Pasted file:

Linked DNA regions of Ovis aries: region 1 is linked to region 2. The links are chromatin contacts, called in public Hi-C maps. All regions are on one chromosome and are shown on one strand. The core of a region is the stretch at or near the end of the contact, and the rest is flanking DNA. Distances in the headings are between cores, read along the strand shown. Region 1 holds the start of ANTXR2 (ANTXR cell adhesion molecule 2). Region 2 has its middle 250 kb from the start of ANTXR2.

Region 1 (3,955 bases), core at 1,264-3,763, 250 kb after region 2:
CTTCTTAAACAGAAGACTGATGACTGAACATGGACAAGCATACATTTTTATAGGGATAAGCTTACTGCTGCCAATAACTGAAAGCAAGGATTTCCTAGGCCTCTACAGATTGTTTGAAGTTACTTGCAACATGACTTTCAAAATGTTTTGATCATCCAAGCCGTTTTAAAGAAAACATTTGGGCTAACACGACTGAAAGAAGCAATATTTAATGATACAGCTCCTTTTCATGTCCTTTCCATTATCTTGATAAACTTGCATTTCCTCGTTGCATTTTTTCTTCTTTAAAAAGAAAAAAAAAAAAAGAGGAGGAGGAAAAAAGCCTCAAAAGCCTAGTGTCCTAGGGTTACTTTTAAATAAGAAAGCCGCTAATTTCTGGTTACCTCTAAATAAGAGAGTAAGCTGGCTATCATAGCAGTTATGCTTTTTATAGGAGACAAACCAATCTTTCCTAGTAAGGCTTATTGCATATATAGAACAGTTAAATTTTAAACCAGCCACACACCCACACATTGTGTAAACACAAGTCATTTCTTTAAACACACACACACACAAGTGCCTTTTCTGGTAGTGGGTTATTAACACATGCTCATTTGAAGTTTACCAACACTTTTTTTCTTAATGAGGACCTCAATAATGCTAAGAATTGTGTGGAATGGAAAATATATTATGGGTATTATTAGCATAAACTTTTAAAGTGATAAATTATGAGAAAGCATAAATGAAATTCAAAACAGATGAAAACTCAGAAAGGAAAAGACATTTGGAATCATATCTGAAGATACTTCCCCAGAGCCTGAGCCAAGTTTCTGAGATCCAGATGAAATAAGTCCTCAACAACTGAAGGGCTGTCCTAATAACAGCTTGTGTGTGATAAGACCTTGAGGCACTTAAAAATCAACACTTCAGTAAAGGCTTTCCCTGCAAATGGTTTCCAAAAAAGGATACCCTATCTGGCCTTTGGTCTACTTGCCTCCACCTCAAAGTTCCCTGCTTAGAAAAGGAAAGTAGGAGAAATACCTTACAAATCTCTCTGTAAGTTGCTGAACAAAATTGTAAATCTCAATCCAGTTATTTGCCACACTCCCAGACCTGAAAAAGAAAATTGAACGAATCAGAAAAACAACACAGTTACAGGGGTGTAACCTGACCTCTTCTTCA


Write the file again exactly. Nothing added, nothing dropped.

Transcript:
Linked DNA regions of Ovis aries: region 1 is linked to region 2. The links are chromatin contacts, called in public Hi-C maps. All regions are on one chromosome and are shown on one strand. The core of a region is the stretch at or near the end of the contact, and the rest is flanking DNA. Distances in the headings are between cores, read along the strand shown. Region 1 holds the start of ANTXR2 (ANTXR cell adhesion molecule 2). Region 2 has its middle 250 kb from the start of ANTXR2.

Region 1 (3,955 bases), core at 1,264-3,763, 250 kb after region 2:
CTTCTTAAACAGAAGACTGATGACTGAACATGGACAAGCATACATTTTTATAGGGATAAGCTTACTGCTGCCAATAACTGAAAGCAAGGATTTCCTAGGCCTCTACAGATTGTTTGAAGTTACTTGCAACATGACTTTCAAAATGTTTTGATCATCCAAGCCGTTTTAAAGAAAACATTTGGGCTAACACGACTGAAAGAAGCAATATTTAATGATACAGCTCCTTTTCATGTCCTTTCCATTATCTTGATAAACTTGCATTTCCTCGTTGCATTTTTTCTTCTTTAAAAAGAAAAAAAAAAAAAGAGGAGGAGGAAAAAAGCCTCAAAAGCCTAGTGTCCTAGGGTTACTTTTAAATAAGAAAGCCGCTAATTTCTGGTTACCTCTAAATAAGAGAGTAAGCTGGCTATCATAGCAGTTATGCTTTTTATAGGAGACAAACCAATCTTTCCTAGTAAGGCTTATTGCATATATAGAACAGTTAAATTTTAAACCAGCCACACACCCACACATTGTGTAAACACAAGTCATTTCTTTAAACACACACACACACAAGTGCCTTTTCTGGTAGTGGGTTATTAACACATGCTCATTTGAAGTTTACCAACACTTTTTTTCTTAATGAGGACCTCAATAATGCTAAGAATTGTGTGGAATGGAAAATATATTATGGGTATTATTAGCATAAACTTTTAAAGTGATAAATTATGAGAAAGCATAAATGAAATTCAAAACAGATGAAAACTCAGAAAGGAAAAGACATTTGGAATCATATCTGAAGATACTTCCCCAGAGCCTGAGCCAAGTTTCTGAGATCCAGATGAAATAAGTCCTCAACAACTGAAGGGCTGTCCTAATAACAGCTTGTGTGTGATAAGACCTTGAGGCACTTAAAAATCAACACTTCAGTAAAGGCTTTCCCTGCAAATGGTTTCCAAAAAAGGATACCCTATCTGGCCTTTGGTCTACTTGCCTCCACCTCAAAGTTCCCTGCTTAGAAAAGGAAAGTAGGAGAAATACCTTACAAATCTCTCTGTAAGTTGCTGAACAAAATTGTAAATCTCAATCCAGTTATTTGCCACACTCCCAGACCTGAAAAAGAAAATTGAACGAATCAGAAAAACAACACAGTTACAGGGGTGTAACCTGACCTCTTCTTCA